Saturday, April 19, 2014

PNG Me

So apparently Robert Mugabe is threatening to expel from Zimbabwe any Western diplomat who promotes gay rights.

He said:

“We will never have that here and if there are any diplomats who will talk of any homosexuality, just tell me. We will kick them out of the country without any excuse. We won’t even listen.”


You know, we normally try NOT to get PNG'd (declared persona non grata and expelled from our host country) in this line of work.

But...

I would wear that PNG like a badge of honor!

Friday, April 18, 2014

Career diplomat discusses gay rights in foreign service

Al Kamen with the Washington Post had a nice piece in "In The Loop" on Richard Hoegland. Often, Kamen makes me cringe...he often has things to say about the State Department that are profoundly unflattering. Sometimes justified, sometimes not.

In my humble opinion.

Let's just say that when they tell us in A-100 to be careful what we say and do in public and to make sure it passes the Washington Post sniff test (would you want it in the Post), they mean would you want to see it in "In The Loop."

Ambassador Hoegland was one of the founding members of GLIFAA, Gays and Lesbians In Foreign Affairs Agencies. And he is one of the ones that made sure that people like me can do our jobs without worrying that we will lose our clearance over our sexual orientation.

The article says:


Hoagland recalled a time in the 1990s when his security clearance was taking a long time to be renewed, and he suspected it could have to do with concerns about him being gay. He went to the head of diplomatic security and threatened, “You have no reason to deny my security clearance. I want it on my desk in one week, or I’m going to The Washington Post.”

Ambassador Hoegland spoke Wednesday at The Johns Hopkins School of Advanced International Studies Pride Conference.

He said that he had his clearance one week after that fateful confrontation.

He also said that he wasn't there to rehash ancient history. He said:


Despite such advances made worldwide, much remains to be done to promote and protect the rights of LGBT persons. It is the duty of American diplomats to shape foreign policy to promote human rights for all persons, regardless of sexual orientation or gender identity, especially in the far reaches of those countries that prove most hostile towards them. We rely on our strong Department of State leadership to back these efforts, and ensure that our diplomatic corps prioritizes human rights for all.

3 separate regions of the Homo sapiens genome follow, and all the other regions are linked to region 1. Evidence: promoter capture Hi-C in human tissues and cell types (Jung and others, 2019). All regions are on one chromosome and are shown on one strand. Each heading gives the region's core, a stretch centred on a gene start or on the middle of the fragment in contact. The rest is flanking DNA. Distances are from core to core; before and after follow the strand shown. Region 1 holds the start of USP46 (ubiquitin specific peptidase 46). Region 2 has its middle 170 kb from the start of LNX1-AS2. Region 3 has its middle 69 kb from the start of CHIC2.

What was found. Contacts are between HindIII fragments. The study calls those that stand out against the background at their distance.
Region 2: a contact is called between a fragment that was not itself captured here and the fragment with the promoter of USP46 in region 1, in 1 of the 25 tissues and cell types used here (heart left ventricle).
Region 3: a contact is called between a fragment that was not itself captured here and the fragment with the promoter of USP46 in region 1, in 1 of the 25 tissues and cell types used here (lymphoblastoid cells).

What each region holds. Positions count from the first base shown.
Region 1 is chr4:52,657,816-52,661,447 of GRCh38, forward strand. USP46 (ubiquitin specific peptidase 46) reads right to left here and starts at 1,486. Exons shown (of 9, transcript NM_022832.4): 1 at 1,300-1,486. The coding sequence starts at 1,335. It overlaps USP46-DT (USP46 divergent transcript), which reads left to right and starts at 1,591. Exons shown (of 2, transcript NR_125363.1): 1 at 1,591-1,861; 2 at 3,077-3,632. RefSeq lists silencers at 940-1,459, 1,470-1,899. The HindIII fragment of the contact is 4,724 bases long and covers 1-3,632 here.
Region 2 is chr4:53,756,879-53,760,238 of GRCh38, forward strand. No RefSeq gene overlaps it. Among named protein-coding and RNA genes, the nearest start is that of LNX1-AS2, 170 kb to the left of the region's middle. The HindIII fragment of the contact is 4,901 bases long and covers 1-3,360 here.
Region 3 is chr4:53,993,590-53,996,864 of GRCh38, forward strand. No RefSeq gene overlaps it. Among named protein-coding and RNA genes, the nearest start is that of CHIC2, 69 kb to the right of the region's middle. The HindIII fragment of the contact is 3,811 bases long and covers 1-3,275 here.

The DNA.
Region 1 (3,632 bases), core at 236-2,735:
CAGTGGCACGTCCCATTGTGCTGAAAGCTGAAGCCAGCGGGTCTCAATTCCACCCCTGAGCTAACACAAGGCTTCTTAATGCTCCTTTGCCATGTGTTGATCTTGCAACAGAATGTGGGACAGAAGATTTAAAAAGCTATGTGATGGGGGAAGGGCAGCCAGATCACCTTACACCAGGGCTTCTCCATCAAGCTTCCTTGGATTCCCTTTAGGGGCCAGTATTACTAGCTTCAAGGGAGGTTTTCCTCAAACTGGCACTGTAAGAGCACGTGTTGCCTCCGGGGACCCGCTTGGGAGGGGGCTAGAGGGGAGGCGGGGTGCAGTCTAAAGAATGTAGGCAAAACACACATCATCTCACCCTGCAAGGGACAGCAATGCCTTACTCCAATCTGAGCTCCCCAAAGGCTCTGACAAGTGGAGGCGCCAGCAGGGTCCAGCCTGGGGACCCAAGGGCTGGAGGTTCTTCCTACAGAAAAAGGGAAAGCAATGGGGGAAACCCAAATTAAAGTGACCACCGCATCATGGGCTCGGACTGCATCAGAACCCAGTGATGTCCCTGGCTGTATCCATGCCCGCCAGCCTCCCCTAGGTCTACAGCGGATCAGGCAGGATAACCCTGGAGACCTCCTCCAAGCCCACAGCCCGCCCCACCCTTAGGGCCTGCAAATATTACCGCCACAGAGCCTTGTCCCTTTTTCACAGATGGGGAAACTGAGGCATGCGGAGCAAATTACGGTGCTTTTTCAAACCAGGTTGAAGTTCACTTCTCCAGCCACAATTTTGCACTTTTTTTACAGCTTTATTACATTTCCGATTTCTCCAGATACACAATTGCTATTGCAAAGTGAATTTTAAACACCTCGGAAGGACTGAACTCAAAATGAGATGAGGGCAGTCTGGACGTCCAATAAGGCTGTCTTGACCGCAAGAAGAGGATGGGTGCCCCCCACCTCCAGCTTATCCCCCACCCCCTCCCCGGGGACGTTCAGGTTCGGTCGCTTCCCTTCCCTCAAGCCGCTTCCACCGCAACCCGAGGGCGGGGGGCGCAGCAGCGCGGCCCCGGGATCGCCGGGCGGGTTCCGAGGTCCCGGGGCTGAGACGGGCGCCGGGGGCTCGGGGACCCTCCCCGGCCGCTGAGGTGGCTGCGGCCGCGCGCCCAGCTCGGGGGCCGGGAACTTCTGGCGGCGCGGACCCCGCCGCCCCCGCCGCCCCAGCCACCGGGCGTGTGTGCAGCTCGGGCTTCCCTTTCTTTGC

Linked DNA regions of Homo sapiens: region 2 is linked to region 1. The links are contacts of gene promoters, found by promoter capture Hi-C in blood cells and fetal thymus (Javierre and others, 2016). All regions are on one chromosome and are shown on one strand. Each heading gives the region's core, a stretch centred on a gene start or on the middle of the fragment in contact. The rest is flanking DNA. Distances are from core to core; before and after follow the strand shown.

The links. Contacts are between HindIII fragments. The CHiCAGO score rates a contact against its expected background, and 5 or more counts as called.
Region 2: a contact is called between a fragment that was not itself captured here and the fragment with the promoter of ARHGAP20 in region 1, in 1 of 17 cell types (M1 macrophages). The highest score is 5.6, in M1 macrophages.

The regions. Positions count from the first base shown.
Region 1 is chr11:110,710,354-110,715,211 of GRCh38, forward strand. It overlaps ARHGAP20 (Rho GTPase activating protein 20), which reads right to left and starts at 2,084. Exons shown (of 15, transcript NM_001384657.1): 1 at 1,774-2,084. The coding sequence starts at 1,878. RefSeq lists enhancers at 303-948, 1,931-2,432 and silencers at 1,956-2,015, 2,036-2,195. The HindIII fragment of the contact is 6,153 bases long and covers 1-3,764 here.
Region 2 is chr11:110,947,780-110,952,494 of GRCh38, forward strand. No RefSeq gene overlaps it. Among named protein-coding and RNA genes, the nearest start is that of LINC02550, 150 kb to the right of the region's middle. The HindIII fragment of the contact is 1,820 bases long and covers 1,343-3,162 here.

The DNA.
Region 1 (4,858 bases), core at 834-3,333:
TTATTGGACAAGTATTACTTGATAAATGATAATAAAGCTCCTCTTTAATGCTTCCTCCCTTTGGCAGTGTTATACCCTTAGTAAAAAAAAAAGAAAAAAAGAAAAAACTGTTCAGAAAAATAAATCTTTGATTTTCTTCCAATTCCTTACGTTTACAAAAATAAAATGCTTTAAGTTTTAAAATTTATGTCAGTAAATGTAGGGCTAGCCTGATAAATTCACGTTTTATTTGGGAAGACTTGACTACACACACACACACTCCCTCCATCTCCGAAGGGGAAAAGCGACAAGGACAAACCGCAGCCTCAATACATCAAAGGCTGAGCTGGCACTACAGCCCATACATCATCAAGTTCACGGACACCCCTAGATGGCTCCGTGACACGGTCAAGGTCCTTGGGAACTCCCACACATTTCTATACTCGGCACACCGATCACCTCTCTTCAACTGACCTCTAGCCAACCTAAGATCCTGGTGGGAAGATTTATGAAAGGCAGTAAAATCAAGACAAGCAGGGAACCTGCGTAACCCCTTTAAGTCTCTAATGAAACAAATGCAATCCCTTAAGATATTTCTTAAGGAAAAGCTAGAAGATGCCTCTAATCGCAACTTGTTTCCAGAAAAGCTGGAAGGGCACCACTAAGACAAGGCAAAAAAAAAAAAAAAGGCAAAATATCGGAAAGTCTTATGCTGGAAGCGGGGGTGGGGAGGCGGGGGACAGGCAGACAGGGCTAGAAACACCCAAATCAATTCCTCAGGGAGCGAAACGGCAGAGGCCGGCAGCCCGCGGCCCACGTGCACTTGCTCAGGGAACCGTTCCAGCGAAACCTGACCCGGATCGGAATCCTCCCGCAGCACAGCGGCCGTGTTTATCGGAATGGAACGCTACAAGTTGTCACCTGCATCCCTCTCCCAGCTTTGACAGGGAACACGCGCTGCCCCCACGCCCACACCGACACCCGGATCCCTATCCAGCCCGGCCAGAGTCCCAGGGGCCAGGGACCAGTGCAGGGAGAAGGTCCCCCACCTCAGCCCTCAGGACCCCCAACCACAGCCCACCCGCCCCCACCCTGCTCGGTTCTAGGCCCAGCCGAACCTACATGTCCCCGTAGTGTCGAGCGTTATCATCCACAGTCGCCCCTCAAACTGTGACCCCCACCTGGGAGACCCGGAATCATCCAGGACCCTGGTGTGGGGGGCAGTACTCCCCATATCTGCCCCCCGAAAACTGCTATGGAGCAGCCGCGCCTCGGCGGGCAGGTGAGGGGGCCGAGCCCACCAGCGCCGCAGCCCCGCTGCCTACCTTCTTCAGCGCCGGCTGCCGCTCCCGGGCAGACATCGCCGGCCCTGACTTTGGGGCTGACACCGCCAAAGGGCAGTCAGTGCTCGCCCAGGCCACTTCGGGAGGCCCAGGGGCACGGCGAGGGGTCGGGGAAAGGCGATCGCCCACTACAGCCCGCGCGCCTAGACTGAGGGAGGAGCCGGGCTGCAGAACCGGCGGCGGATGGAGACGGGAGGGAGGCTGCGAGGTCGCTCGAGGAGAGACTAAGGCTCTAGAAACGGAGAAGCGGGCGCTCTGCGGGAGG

It is certainly my priority.

Wednesday, April 16, 2014

Springtime Allergies

Spring is awesome...it starts warming up (I hate hate hate cold weather...love Estonia, but really winter sucks), birds start singing, flowers start blooming. And since I don't really suffer from allergies, there is just no downside to spring.

Except...

Two things are bad about spring.

Taxes, which I wrote about yesterday.

And this.

EERs.

For those not in the State Department, this means Employee Evaluation Report. It covers the period from April 16-April 15 and is due May 15. It is the time when you write about how you single handedly saved the world and your supervisor says that you are the most awesome officer ever (except for every other officer who is also the most awesome officer ever). Everyone walks on water in EERs. As I have said before, you not only have to walk on water while turning it into wine in order to stand out. 


The people who are best at it, and therefore more likely to get promoted, are the ones who are best at taking credit for everything and for general self-aggrandizement. Those who like to give credit to the team, who also tend to be the kind of folks who you would want to work with and for, tend not to be as good at it.

I hate EERs. I feel dirty writing them.

I would almost like to go back to the old way of doing them, which you can check out from the form below and the post I wrote about it four years ago:

From February 2010:


I wish I could take credit for finding this gem. Actually my wife found it (though really, if I can't take credit for what she does, whose efforts can I take credit for?!)

At any rate, it seems particularly timely given our (me and No Double Standard) recent discussion of EERs and the like. What my wife found was Form FS 316, the Performance Report for Foreign Service Officers, Revised June 1949 (and then according to a stamp on the page, again revised in June of 1958).